Ubisoft grows increasingly vulnerable to a buyout or takeover

Ubisoft's business is becoming increasingly vulnerable to more hostile takeovers, yet its content IP makes it a valuable target.

@DeekeTweak
Published Sun, Apr 24 2022 3:08 AM CDT   |   Updated Tue, May 17 2022 1:04 AM CDT

Ubisoft's business is becoming increasingly more vulnerable to a hostile takeover, new reports indicate.

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Ubisoft's content IP (Assassin's Creed, Rainbow Six, Far Cry) and internal development teams make it an extremely valuable acquisition target. The company is also facing significant internal challenges that make it an even more enticing buyout proposition. These issues could soften Ubisoft's resolve and make it more amenable to a sizable buyout offer or a hostile takeover.

Sources tell Bloomberg that private equity firms are studying Ubisoft and may prepare a buyout offer. Sources have also told Kotaku's Ethan Gach that some of Ubisoft's biggest new games are farther out than expected.

The company does indeed seem to be over-extending itself with too many derivative live games, which is something I noticed back in 2019.

Despite promises to differentiate its games and space titles out, Ubisoft continues to develop arena shooter games targeting the Warzone, Overwatch, and Fortnite audience--which is also the same audience that plays its Rainbow Six Siege mega-hit.

Ubisoft has a sizable lineup of F2P-style live shooters including:

  • xDefiant
  • Project Q
  • The Division Heartland
  • Rainbow Six Siege Mobile
  • New battle royale game codenamed Pathfinder
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Ubisoft's new PVP Arena shooter seems to be derivative in its scope and content offering.

Ubisoft's upcoming premium games will also be monetized with live services, as per usual. However there's another layer of complexity with its new games.

Assassin's Creed Infinity will be a kind of games-as-a-platform (GaaP) that hosts multiple games and missions across different timelines. It'll be less of a game and more a platform that hosts (and sells) individualized content, and has been described as a never-ending Assassin's Creed.

Current Assassins' Creed games take a lot of time to develop, but adding this level of complexity compounds dev time.

The next Far Cry is also believed to have a similar platform-based experience.

Then there's the next Ghost Recon game, which is codenamed OVER. That project is also far away.

Ubisoft's more immediate projects include Avatar: Frontiers of Pandora, Mario + Rabbids Sparks of Hope, Skull and Bones (yet another live game), an annualized Just Dance release, and more Assassin's Creed Valhalla content. The roadmap is somewhat thin.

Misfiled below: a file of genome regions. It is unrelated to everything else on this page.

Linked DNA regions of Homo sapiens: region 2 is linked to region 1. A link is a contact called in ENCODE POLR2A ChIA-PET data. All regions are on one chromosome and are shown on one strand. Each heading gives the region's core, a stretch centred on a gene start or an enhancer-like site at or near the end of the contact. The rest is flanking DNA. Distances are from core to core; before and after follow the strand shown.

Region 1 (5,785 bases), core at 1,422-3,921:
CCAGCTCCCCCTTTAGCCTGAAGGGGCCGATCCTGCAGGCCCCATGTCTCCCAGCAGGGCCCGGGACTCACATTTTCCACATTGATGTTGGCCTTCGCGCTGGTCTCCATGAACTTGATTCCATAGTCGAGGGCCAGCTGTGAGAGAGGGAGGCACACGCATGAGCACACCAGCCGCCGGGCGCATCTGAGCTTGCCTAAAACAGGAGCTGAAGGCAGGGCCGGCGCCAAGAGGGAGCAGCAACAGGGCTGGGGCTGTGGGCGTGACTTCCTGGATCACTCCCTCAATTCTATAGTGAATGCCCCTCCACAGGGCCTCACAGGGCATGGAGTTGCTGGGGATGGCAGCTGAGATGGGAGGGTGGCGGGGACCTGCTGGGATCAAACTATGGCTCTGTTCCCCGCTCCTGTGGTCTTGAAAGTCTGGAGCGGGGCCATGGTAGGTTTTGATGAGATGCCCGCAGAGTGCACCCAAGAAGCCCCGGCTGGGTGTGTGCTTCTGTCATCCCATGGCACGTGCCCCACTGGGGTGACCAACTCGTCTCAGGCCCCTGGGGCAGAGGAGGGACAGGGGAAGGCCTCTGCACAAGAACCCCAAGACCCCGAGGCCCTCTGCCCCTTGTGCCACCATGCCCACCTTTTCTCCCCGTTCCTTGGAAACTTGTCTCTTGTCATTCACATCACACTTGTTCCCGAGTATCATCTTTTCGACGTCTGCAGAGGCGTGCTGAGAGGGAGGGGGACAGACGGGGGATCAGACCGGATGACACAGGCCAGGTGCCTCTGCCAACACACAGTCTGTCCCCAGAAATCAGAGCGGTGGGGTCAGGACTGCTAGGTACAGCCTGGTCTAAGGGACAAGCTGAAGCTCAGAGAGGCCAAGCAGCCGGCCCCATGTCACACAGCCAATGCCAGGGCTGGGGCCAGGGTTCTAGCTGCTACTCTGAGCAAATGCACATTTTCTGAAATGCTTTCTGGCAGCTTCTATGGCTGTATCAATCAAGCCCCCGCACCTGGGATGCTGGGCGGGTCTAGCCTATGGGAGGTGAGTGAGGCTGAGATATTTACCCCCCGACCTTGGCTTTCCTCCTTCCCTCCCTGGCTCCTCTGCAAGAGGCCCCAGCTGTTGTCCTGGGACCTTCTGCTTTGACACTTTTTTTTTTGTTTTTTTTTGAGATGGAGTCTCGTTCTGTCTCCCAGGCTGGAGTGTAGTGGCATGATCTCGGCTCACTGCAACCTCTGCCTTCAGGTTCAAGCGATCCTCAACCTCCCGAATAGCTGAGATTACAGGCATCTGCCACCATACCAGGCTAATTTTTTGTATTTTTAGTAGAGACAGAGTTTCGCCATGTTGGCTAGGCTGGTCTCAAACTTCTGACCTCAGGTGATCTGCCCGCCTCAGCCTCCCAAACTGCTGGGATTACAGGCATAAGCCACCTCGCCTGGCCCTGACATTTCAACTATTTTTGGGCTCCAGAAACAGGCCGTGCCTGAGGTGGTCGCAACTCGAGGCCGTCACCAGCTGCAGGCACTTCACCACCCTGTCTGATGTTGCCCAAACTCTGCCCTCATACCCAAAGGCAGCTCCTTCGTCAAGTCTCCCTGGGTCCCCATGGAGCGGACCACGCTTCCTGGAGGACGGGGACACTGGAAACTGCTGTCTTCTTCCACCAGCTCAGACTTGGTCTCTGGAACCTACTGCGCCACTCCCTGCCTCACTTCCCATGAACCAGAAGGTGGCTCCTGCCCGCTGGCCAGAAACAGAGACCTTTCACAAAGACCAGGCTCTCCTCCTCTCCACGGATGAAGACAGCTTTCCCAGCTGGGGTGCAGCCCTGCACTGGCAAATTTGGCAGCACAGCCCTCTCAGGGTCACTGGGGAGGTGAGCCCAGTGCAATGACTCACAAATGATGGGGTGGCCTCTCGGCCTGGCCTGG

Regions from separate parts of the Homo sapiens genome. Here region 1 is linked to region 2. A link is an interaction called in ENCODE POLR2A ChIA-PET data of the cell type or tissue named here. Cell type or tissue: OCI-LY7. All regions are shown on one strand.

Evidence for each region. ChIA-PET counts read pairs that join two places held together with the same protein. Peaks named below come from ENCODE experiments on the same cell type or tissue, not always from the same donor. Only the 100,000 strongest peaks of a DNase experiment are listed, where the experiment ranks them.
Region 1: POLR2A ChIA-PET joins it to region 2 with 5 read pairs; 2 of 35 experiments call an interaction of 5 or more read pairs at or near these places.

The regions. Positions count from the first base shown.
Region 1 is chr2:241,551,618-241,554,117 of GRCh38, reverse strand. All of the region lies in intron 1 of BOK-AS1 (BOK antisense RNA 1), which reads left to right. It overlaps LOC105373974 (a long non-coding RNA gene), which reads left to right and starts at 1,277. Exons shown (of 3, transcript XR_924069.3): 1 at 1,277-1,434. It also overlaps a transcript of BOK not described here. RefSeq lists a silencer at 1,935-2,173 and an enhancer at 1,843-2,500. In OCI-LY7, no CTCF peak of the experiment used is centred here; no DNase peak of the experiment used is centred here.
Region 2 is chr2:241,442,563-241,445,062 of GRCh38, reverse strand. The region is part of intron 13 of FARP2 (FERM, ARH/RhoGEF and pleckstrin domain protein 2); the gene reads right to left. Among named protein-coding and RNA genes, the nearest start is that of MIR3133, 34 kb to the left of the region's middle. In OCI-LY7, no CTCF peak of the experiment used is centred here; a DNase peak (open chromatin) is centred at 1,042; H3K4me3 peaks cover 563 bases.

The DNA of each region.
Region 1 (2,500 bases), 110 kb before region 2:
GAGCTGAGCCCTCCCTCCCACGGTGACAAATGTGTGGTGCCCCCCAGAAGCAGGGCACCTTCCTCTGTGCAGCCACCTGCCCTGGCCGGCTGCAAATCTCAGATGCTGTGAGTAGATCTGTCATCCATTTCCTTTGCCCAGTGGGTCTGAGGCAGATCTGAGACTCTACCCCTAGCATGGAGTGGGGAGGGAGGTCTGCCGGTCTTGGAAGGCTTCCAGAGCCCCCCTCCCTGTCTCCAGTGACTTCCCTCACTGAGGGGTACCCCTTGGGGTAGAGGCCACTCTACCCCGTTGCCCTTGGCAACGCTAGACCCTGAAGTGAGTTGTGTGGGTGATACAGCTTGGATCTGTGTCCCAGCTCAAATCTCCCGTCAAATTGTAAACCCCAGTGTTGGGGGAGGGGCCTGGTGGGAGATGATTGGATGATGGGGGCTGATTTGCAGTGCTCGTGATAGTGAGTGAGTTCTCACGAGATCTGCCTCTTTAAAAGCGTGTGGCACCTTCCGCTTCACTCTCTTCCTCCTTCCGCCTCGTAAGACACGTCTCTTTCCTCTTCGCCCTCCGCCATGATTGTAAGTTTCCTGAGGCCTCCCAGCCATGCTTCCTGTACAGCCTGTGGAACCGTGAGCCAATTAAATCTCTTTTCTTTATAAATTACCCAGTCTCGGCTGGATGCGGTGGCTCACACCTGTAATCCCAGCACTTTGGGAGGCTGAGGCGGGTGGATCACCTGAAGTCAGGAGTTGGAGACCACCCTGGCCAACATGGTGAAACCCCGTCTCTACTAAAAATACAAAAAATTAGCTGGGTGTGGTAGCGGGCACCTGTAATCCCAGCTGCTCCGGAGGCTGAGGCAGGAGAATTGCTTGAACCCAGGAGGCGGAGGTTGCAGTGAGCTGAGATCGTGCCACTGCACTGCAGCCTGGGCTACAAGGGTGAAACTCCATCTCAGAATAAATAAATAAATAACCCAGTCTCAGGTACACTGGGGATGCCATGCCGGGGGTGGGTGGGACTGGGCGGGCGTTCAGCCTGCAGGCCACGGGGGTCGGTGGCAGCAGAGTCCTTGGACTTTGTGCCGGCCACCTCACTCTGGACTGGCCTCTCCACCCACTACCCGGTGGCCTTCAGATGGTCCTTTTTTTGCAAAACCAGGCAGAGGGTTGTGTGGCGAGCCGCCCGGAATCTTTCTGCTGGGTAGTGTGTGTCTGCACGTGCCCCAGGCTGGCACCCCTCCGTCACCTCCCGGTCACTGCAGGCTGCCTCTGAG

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Ubisoft's Q3 revenues slipped as Far Cry 6 missed performance targets, but was upheld by strong Valhalla sales and Rainbow Six mTX.

The lapse of heavy-hitters dropped Ubisoft's sales revenues down to $588 in Q3 2021, compared to $790 million in Q3 2020. It's worth mentioning 2020 was a boon year with strong monetization and the release of Assassin's Creed Valhalla.

Valhalla also recently made $1 billion in consumer revenues.

The main point is that Ubisoft needs to release more games every year to spark strong growth. Ubisoft's games are entry points to monetization but it's premium offerings like Assassin's Creed Valhalla typically slow down over time.

The instability in Ubisoft's long-term roadmap makes it more vulnerable to a buyout or hostile takeover.

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Yves Guillemot's son, Charlie Guillemot, left the family-owned Ubisoft in 2021.

Kotaku's Ethan Gach also notes that Ubisoft currently has no immediate heir for the family-owned business. Ubisoft was started in 1986 by the Guillemot family, but only one remains: Current CEO Yves Guillemot. Yves' son, Charlie Guillemot, left Ubisoft in 2021. The current Guillemot-in-command could be looking for a way out of the hugely competitive and extremely costly business of making video games.

It's also worth mentioning that morale at Ubisoft's internal development teams has been shaken by ongoing sexual harassment controversies. These problems have contributed to multiple senior-level staff leaving

Despite promises of reform and ousting offenders like Tommy Francois, Serge Hascoet, Ashraf Ismail, and Maxime Beland, Ubisoft's teams are rocked by the issues.

Alleged abusers who have left Ubisoft

  • Ashraf Ismail - Resigned, Assassin's Creed creative director
  • Serge Hascoet - Resigned, served on Ubisoft's editorial team responsible for gatekeeping all franchises and games
  • Maxime Beland - Resigned, VP of Ubisoft
  • Tommy Francois - Resigned, VP of editorial/creative services
  • Stone Chin - Ubisoft PR director, faces allegations but was fired for actions unrelated to allegations
  • Cecile Cornet - Resigned as Head of Ubisoft HR, but still with company

All-told, Ubisoft is a prime acquisition target for its powerful IPs but also its somewhat-weakened disposition due to controversy, talent churn, and a seemingly-unstable development pipeline.

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Derek joined the TweakTown team in 2015 and has since reviewed and played 1000s of hours of new games. Derek is absorbed with the intersection of technology and gaming, and is always looking forward to new advancements. With over six years in games journalism under his belt, Derek aims to further engage the gaming sector while taking a peek under the tech that powers it. He hopes to one day explore the stars in No Man's Sky with the magic of VR.

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